Doctor of Physical Therapy Program Provides Research Opportunities, Teaches Feinberg Students to Practice Patient-Centered Care
The Doctor of Physical Therapy Program (DPT), housed in the Northwestern University Feinberg School of Medicine Department of Physical Therapy and Human Movement Sciences (NUPTHMS), can not only boast about its standing as the oldest physical therapy school in the nation but can also tout its U.S.News & World Report ranking, where it consistently lands among the top 10 physical therapy schools.
Jane Sullivan, PT, DHS, associate professor in the NUPTHMS department at Feinberg and assistant chair for recruiting and admissions for the DPT Program , says Feinberg’s program, which enrolls 75 students per class in the DPT curriculum and approximately two students per class in the combined DPT/PhD in Engineering Program, is unique in the opportunities provided for students to engage in research. In fact, depending on the year, 50-75 percent of students have their research accepted for presentation at national physical therapy association meetings or the meetings of other scientific societies.
“Feinberg students are exposed to cutting edge research and contribute to the discovery of new knowledge through their own research projects,” Sullivan says. “Additionally, our students learn to practice an evidence-based model that is patient-centered and progressive.”
Students learn through a curriculum comprised of lectures and clinical experiences. This includes part-time clinical involvement during the academic part of the curriculum, as well as 38 weeks of full-time clinical internships, divided between four of almost 400 clinical education sites available throughout the country. While completing their internships, students are required to allocate time among acute care, in- and outpatient settings and work with individuals who have neurologic, orthopedic, and general medical diagnoses.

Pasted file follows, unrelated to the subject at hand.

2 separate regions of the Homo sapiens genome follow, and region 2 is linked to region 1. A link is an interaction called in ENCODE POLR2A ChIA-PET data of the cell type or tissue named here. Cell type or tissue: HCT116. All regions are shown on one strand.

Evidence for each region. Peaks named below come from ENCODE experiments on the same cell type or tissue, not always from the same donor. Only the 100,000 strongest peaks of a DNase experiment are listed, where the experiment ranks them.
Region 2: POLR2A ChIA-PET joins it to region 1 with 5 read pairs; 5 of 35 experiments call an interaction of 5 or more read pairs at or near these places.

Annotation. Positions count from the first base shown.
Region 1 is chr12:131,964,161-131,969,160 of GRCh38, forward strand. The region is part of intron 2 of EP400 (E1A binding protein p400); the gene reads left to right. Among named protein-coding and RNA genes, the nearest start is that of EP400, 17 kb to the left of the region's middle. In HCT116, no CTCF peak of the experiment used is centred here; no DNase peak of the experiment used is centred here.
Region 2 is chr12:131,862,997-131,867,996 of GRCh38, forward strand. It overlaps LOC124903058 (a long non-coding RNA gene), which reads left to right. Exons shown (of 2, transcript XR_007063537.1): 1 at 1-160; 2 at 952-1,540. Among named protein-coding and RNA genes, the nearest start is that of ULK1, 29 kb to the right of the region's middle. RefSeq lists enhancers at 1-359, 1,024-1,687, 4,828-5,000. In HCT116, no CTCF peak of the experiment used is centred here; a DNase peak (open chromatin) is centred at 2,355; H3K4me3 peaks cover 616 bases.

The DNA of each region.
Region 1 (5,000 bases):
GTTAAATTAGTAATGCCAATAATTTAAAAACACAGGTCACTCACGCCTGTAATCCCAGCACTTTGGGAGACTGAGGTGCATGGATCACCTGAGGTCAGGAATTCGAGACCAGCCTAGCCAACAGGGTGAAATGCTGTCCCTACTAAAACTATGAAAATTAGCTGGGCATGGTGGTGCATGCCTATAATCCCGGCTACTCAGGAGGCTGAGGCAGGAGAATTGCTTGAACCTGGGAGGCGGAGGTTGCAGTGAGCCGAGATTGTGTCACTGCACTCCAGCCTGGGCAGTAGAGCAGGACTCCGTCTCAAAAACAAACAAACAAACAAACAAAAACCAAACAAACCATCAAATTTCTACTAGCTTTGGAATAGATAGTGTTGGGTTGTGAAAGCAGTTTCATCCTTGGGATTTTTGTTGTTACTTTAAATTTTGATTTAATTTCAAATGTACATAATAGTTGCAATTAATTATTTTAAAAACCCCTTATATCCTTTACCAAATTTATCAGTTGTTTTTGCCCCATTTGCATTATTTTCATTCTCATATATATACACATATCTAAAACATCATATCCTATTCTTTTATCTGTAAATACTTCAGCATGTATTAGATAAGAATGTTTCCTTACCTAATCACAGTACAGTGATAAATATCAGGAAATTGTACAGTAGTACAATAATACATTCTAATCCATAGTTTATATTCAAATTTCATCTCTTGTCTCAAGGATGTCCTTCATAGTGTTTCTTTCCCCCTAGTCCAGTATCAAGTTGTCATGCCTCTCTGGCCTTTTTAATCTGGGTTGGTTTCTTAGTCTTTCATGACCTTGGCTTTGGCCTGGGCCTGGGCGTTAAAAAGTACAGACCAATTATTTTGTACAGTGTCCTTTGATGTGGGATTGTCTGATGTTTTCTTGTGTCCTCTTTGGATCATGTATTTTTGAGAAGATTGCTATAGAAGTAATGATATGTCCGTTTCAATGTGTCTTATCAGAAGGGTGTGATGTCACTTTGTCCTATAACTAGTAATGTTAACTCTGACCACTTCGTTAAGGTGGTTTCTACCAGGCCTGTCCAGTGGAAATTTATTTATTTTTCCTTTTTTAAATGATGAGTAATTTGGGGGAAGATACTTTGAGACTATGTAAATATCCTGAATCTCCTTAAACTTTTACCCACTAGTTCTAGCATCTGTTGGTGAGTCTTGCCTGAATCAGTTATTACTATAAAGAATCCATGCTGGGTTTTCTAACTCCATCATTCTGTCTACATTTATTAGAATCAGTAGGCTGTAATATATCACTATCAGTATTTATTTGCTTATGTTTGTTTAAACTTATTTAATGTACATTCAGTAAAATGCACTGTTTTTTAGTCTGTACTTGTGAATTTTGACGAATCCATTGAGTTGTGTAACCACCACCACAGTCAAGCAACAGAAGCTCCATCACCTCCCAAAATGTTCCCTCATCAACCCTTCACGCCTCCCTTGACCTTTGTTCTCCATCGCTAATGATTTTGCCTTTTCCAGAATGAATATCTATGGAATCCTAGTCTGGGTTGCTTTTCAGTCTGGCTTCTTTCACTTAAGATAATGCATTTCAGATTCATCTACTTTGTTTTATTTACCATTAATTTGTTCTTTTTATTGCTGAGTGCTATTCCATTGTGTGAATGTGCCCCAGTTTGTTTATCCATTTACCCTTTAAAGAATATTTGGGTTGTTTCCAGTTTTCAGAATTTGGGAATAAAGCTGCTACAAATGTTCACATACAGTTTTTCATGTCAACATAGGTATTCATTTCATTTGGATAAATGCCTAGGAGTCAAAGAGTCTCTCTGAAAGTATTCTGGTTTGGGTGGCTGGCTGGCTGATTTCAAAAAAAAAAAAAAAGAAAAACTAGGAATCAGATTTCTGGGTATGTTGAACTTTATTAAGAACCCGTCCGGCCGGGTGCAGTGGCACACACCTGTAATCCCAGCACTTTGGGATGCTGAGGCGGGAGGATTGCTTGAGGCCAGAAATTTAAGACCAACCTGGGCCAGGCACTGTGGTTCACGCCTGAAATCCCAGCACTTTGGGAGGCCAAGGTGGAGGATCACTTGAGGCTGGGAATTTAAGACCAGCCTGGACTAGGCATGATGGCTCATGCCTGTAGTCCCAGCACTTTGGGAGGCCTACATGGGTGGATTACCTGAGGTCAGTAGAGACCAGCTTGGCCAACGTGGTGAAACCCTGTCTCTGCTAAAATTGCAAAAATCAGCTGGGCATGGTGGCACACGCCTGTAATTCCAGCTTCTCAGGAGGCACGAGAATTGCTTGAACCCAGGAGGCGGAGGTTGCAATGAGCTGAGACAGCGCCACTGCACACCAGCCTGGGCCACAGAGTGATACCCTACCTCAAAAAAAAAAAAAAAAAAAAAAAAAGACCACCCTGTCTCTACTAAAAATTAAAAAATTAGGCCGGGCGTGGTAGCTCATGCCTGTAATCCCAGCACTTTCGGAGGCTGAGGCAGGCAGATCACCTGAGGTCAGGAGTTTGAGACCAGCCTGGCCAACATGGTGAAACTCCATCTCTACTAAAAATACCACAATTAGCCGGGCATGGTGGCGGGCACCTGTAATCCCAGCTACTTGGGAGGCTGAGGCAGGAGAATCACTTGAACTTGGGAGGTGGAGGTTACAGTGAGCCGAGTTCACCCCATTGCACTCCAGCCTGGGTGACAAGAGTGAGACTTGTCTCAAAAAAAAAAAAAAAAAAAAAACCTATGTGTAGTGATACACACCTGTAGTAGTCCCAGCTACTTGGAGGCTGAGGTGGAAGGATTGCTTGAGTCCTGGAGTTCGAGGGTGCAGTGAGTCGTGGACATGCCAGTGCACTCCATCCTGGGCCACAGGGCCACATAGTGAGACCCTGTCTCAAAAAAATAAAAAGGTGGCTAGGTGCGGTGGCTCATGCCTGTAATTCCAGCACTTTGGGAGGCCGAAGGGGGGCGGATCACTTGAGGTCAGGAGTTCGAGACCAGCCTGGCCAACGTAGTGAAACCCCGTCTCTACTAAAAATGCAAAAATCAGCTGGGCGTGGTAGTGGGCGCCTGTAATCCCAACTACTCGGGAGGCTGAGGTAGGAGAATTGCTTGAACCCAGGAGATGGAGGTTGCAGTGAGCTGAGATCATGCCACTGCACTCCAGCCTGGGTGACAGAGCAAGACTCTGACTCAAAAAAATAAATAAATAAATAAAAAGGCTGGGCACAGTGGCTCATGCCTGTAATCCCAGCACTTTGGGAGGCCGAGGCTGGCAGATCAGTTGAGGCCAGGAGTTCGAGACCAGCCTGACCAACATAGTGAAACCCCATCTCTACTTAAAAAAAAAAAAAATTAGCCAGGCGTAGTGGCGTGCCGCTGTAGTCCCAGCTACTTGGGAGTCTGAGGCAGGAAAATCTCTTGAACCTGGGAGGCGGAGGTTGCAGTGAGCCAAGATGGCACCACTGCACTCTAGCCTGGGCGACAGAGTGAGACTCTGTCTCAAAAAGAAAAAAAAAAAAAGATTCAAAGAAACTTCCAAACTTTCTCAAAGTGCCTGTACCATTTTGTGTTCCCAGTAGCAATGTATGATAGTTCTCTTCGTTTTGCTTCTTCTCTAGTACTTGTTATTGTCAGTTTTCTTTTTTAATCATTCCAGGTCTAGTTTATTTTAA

“All of our coursework is organized around a motor control framework that enables our students to diagnose and treat movement dysfunction,” Sullivan says. “This unifying construct permeates all DPT classes and ultimately defines Feinberg students and alumni by their way of thinking.”
|Stephen Baynai, a student in the DPT Program.
Stephen Baynai, a student in the DPT Program, says he selected Feinberg because its program is at the forefront of physical therapy education â employing faculty who are not only leading experts in the field, but also committed to advancing the profession of physical therapy by using their knowledge and clinical experience to train and inspire future rehabilitative clinicians.
“A DPT degree from Feinberg carries with it a reputation of excellence that has been strengthened over many decades of physical therapy education,” Baynai says. “I chose the program knowing that I would be a part of this reputation and that, upon graduation, it would be my responsibility to uphold and strengthen it throughout the course of my career.”
Through the DPT Program, Baynai is involved in research, working with a group of three other students, under the supervision of Colum MacKinnon, PhD, assistant professor in the NUPTHMS department, to examine the effects of transcranial direct current stimulation (tDCS) on normal and disordered movement in individuals with Parkinson’s disease. The team is using cathodal stimulation of the supplementary motor area in an attempt to improve performance on a repetitive movement task.
Baynai says his training at Feinberg is also teaching him and his fellow students to be autonomous practitioners, utilizing evidence-based practice and skills of differential diagnosis to provide the highest level of patient-centered care.
“I have truly developed my clinical practice and reasoning skills,” says Baynai, who is preparing to enter his second clinical experience at a large, urban hospital in Detroit. “I feel that I have the knowledge, clinical reasoning, and skill set to be an active and effective member of the facility’s rehabilitation team.”
Baynai also represents his class in the American Physical Therapy Association (APTA) and the Illinois Physical Therapy Association (IPTA) and has had the opportunity to go to national APTA meetings and the local IPTA chapter meetings. Baynai has even traveled with a faculty member to another local university to give a presentation about careers in physical therapy and to talk about Feinberg’s program.
Baynai, who has not decided which area of physical therapy he hopes to practice in post-graduation, says these are just a few of the experiences that have contributed to his growth and development as a student and professional.